There’s a sharp divide in the people I see interact with anything I have to say in general and on trans things. Losing a lot of trust, tbh
— Tamra Bonvillain (@TBonvillain) August 4, 2017
And who can blame them? Any given week, you’ll see more condemnation from creators of a reviewer Declan Shalvey has singled out for not properly crediting artists than any instance of transphobia or racism or sexism by a comics pro. More pros spoke up about Howard Chaykin’s right to not have bigoted, racist imagery edited out of an Image title than will defend Alexandra’s right to criticize TenNapel. And even outed predators in behind the scenes positions in the industry, like Scott Allie at Dark Horse and Eddie Berganza at DC, remain employed and oversee the work of “allies” who more often than not don’t call out how absurd that is, particularly when DC and Marvel capitalize on things like the Milkshake incident by “joining forces to send out a defiant message against misogynistic online abuse” despite the fact that DC continues to not do a damn thing about the misogynistic abuser within their ranks.
While it’s absolutely correct to call out fans for general harassment of creators, after a certain point, one must ask what is going on in comics that encourages some fans to believe they can behave this way. And when one does that, it’s necessary to examine whether the comics industry’s choice in what it does or does not speak out against is contributing. There is a message that is sent to fans when comics companies keep sexual predators employed, when creators refuse to call out the bad behavior of their peers, when they leave underrepresented pros and critics out to dry whenever they’re harassed. That message is that comics is not only willing to tolerate harassment but to foster it and let it grow, and that as long as you don’t go after the groups of people comics has decided are worth defending, you can do whatever you want.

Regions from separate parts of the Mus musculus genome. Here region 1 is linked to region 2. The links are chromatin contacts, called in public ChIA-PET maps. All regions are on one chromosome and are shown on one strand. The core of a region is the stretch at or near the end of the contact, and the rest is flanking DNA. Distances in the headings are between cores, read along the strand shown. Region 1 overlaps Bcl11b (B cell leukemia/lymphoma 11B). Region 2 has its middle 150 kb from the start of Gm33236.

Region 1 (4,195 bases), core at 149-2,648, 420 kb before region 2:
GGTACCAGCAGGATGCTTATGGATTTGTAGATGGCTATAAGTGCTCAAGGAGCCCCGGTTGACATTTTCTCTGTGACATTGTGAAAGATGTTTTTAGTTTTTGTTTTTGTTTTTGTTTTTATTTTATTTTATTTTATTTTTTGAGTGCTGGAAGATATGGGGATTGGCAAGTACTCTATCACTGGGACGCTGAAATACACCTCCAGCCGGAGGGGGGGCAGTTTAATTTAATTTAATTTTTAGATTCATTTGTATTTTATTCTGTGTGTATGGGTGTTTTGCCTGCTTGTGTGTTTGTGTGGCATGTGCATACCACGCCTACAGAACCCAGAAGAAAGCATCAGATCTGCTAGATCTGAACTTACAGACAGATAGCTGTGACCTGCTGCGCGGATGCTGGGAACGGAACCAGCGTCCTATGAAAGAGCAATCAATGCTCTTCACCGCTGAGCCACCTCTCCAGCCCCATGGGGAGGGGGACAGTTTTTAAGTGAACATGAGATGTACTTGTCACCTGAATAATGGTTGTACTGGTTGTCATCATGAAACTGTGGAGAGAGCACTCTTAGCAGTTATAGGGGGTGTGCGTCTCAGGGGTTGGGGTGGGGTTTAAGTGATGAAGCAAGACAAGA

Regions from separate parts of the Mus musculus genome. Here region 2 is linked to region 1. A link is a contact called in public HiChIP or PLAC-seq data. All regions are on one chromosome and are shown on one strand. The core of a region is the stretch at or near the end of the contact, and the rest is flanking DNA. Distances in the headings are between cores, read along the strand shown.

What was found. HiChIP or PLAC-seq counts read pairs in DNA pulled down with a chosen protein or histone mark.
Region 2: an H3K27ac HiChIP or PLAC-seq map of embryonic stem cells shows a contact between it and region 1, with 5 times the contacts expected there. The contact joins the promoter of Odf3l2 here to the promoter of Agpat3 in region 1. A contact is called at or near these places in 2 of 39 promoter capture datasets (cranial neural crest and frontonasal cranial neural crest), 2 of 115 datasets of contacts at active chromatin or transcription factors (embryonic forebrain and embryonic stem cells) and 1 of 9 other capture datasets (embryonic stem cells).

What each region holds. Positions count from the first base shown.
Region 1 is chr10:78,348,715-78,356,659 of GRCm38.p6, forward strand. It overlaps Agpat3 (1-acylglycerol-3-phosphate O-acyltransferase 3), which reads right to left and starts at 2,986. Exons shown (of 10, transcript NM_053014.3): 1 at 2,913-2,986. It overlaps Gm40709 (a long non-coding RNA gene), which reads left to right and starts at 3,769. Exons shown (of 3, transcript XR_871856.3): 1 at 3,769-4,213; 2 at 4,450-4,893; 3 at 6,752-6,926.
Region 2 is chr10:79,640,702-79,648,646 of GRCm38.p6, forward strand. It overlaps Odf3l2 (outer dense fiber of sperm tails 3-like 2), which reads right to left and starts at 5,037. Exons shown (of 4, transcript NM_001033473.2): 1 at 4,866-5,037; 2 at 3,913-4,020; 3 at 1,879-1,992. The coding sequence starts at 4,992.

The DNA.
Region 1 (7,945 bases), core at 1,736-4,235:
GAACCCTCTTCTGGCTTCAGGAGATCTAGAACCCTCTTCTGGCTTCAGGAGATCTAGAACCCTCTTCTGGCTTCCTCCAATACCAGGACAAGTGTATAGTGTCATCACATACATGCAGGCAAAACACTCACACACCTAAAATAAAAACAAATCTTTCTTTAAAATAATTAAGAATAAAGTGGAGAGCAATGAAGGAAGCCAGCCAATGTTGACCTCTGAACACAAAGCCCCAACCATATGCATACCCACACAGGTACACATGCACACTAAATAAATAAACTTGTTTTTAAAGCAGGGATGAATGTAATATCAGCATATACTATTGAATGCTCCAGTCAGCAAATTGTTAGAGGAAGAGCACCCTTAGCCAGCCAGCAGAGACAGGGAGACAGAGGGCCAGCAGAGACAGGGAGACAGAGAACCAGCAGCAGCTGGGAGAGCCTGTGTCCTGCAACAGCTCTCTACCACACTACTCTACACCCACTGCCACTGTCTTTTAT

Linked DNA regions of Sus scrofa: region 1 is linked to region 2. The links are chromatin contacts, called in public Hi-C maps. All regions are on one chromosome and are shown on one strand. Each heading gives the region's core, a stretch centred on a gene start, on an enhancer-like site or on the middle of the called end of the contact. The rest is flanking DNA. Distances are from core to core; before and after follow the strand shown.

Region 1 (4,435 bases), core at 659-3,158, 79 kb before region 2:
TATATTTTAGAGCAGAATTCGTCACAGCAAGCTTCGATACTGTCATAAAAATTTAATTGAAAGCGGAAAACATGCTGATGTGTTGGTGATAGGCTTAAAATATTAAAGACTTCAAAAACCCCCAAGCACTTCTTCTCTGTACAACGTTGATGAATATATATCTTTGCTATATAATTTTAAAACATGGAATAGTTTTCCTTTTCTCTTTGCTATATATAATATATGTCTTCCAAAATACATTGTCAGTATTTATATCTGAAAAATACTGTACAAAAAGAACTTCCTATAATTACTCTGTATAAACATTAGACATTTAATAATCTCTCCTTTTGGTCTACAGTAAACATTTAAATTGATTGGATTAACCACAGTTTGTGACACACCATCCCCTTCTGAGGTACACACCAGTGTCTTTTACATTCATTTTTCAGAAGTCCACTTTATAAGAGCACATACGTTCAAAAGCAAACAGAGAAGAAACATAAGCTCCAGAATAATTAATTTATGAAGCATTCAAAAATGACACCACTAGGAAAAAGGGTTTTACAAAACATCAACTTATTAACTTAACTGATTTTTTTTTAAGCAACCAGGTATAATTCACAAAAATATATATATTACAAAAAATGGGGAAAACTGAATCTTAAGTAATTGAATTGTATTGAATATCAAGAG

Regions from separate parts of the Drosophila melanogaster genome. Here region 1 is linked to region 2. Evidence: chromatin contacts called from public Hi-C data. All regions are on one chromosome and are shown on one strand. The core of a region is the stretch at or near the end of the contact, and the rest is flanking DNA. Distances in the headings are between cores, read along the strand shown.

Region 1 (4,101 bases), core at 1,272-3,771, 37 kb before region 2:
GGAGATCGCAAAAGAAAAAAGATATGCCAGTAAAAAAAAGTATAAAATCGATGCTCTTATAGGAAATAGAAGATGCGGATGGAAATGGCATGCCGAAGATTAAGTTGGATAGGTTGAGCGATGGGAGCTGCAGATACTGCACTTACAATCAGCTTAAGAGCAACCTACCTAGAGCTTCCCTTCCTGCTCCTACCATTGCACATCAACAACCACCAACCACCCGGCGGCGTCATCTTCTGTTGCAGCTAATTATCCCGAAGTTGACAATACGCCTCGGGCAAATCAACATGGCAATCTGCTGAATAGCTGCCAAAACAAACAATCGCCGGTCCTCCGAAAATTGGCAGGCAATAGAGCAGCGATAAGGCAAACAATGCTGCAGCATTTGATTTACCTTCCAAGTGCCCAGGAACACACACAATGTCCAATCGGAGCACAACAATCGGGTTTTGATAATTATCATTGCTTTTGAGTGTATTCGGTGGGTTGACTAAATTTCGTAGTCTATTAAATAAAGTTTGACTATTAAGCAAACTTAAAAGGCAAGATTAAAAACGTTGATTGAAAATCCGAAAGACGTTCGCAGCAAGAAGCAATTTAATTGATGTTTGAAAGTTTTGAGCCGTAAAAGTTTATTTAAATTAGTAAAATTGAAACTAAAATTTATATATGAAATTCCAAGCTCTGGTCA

If this industry wants respect and to be taken seriously, as it so often loudly claims it does, then it must reflect on these problems and how the industry’s general behavior contributes to them. Comics are stronger creatively than they’ve ever been before and much of that is due to the influx of bold, fearless voices from communities that have historically been shut out of the medium. These people are bravely forcing comics to change and the least we can do is support them any time they feel harassed, regardless of whether that’s coming from fandom or pros.
Nick Hanover got his degree from Disneyland, but he’s the last of the secret agents and he’s your man. Which is to say you can find his particular style of espionage here at Loser City as well as Ovrld, where he contributes music reviews and writes a column on undiscovered Austin bands. You can also flip through his archives at Comics Bulletin, which he is formerly the Co-Managing Editor of, and Spectrum Culture, where he contributed literally hundreds of pieces for a few years. Or if you feel particularly adventurous, you can always witness his odd .gif battles with friends and enemies on twitter: @Nick_Hanover